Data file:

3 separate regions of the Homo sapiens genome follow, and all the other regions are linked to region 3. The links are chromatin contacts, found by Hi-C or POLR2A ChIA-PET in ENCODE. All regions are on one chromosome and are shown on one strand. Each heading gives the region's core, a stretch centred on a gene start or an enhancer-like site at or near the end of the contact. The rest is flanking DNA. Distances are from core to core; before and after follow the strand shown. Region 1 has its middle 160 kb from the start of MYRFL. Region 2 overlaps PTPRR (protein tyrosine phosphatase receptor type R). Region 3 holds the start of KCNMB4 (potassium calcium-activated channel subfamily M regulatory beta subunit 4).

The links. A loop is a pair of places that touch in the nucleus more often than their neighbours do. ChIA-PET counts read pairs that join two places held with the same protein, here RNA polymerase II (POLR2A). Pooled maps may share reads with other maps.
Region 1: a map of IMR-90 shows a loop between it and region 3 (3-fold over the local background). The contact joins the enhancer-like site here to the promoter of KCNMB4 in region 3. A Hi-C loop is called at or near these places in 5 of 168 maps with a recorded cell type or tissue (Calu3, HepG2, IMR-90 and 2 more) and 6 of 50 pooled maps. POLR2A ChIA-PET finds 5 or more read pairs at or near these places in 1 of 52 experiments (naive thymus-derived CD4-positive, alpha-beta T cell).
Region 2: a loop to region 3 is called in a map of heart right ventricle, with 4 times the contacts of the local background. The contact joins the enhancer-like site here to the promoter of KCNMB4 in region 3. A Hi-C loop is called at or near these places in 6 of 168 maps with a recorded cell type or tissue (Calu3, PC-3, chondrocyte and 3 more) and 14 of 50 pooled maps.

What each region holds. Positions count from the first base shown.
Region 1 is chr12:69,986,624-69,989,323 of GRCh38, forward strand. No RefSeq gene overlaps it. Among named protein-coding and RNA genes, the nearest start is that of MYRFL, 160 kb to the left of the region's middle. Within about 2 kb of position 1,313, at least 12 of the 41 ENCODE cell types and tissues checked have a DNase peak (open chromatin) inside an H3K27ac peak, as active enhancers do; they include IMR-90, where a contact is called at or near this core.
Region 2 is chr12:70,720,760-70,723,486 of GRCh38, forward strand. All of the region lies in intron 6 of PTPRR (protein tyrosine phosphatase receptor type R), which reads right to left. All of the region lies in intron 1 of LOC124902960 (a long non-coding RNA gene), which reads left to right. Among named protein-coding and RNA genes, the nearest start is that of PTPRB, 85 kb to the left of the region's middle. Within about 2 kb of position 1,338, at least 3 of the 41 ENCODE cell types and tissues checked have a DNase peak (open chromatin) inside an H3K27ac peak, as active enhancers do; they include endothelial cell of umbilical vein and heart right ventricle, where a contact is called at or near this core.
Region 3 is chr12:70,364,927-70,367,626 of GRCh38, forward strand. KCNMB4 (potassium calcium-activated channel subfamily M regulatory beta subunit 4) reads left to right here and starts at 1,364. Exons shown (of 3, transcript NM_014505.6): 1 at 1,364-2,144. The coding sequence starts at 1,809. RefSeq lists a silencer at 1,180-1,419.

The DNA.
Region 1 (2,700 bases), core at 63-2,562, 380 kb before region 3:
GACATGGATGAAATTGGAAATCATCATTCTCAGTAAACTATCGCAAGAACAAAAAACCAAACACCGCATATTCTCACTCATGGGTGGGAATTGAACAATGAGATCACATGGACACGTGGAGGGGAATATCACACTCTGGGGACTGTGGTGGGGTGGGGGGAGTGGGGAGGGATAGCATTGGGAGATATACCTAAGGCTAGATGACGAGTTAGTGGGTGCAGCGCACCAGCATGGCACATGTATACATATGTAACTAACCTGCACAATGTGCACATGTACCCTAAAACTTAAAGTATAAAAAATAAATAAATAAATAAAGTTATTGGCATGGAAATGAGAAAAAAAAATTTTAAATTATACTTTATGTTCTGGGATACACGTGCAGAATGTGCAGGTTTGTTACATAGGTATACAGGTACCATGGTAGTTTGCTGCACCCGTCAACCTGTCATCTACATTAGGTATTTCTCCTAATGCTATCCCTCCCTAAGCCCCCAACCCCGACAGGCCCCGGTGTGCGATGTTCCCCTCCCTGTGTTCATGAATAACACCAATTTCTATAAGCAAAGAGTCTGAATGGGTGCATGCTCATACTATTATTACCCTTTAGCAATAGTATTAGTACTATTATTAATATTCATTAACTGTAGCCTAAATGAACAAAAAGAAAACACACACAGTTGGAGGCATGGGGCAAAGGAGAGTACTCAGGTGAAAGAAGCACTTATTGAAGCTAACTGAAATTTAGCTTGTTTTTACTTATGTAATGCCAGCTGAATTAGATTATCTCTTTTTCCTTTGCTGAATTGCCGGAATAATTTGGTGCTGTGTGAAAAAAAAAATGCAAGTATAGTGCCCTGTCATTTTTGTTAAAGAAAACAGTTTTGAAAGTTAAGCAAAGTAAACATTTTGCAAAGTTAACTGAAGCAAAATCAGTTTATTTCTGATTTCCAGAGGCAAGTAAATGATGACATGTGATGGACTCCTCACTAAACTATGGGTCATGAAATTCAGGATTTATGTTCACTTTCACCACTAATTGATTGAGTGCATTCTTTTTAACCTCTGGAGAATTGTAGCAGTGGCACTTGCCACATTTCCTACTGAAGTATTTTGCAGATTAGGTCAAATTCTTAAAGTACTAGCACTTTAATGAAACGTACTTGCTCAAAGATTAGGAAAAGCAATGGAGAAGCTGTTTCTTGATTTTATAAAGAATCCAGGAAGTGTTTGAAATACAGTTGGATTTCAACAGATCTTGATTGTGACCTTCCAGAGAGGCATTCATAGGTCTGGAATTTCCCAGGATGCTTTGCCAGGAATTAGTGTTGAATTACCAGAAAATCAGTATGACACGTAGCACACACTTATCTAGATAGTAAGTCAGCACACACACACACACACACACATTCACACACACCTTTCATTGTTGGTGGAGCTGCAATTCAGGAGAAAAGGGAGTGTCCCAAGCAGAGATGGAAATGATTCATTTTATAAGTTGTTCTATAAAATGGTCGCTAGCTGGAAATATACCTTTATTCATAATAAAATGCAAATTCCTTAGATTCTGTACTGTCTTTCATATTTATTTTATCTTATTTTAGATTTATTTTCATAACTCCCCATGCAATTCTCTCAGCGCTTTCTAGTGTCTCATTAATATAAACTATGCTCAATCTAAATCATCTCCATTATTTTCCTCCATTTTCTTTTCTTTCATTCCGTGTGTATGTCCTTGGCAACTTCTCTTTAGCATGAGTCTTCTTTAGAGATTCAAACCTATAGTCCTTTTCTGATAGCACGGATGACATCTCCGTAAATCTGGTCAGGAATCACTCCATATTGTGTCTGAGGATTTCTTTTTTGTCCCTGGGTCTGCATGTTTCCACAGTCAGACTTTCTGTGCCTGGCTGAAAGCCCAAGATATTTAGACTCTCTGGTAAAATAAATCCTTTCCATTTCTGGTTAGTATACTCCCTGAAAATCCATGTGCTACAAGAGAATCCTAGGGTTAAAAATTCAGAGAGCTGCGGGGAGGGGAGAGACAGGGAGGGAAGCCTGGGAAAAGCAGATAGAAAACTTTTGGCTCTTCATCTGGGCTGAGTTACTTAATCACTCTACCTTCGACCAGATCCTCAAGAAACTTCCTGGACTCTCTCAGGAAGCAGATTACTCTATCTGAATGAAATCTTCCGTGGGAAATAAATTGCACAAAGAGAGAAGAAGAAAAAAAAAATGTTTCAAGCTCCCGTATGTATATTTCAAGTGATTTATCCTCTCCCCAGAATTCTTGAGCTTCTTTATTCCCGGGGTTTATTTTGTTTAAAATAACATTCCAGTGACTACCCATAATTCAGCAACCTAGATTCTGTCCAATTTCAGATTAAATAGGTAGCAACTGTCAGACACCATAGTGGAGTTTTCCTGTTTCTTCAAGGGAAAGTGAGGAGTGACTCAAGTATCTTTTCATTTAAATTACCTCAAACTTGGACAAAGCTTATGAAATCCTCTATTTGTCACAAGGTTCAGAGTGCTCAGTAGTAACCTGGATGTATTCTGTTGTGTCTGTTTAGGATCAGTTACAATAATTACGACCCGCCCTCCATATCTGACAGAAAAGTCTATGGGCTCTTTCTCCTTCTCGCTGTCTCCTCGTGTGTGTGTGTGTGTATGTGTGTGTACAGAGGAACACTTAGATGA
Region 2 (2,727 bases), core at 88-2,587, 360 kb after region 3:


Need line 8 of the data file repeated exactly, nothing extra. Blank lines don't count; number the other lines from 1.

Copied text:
Region 3 is chr12:70,364,927-70,367,626 of GRCh38, forward strand. KCNMB4 (potassium calcium-activated channel subfamily M regulatory beta subunit 4) reads left to right here and starts at 1,364. Exons shown (of 3, transcript NM_014505.6): 1 at 1,364-2,144. The coding sequence starts at 1,809. RefSeq lists a silencer at 1,180-1,419.